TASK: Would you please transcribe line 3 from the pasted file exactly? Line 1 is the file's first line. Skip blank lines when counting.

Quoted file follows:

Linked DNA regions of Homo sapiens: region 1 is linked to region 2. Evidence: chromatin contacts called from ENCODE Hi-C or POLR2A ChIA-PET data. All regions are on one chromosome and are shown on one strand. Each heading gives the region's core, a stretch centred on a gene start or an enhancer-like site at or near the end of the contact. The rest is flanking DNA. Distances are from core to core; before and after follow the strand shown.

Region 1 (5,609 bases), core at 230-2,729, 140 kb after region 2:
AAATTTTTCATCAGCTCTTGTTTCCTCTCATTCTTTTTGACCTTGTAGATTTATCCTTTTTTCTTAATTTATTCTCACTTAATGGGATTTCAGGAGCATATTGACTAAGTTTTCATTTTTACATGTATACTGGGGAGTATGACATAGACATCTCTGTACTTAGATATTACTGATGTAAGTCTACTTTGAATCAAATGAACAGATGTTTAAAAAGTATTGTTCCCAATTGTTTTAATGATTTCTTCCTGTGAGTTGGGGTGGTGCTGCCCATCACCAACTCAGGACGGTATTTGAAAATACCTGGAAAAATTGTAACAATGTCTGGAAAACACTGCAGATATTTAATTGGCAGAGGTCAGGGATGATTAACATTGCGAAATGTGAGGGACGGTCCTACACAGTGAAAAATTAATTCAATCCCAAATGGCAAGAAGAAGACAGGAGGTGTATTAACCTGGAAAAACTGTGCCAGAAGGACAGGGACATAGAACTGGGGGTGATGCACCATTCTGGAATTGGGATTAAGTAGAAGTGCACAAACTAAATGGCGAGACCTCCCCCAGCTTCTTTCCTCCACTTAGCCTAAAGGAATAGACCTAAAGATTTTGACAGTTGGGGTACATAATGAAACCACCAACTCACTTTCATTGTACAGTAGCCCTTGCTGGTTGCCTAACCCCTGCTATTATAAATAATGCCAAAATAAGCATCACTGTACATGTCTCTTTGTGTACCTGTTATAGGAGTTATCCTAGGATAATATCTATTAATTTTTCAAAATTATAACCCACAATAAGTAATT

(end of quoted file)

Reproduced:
AAATTTTTCATCAGCTCTTGTTTCCTCTCATTCTTTTTGACCTTGTAGATTTATCCTTTTTTCTTAATTTATTCTCACTTAATGGGATTTCAGGAGCATATTGACTAAGTTTTCATTTTTACATGTATACTGGGGAGTATGACATAGACATCTCTGTACTTAGATATTACTGATGTAAGTCTACTTTGAATCAAATGAACAGATGTTTAAAAAGTATTGTTCCCAATTGTTTTAATGATTTCTTCCTGTGAGTTGGGGTGGTGCTGCCCATCACCAACTCAGGACGGTATTTGAAAATACCTGGAAAAATTGTAACAATGTCTGGAAAACACTGCAGATATTTAATTGGCAGAGGTCAGGGATGATTAACATTGCGAAATGTGAGGGACGGTCCTACACAGTGAAAAATTAATTCAATCCCAAATGGCAAGAAGAAGACAGGAGGTGTATTAACCTGGAAAAACTGTGCCAGAAGGACAGGGACATAGAACTGGGGGTGATGCACCATTCTGGAATTGGGATTAAGTAGAAGTGCACAAACTAAATGGCGAGACCTCCCCCAGCTTCTTTCCTCCACTTAGCCTAAAGGAATAGACCTAAAGATTTTGACAGTTGGGGTACATAATGAAACCACCAACTCACTTTCATTGTACAGTAGCCCTTGCTGGTTGCCTAACCCCTGCTATTATAAATAATGCCAAAATAAGCATCACTGTACATGTCTCTTTGTGTACCTGTTATAGGAGTTATCCTAGGATAATATCTATTAATTTTTCAAAATTATAACCCACAATAAGTAATT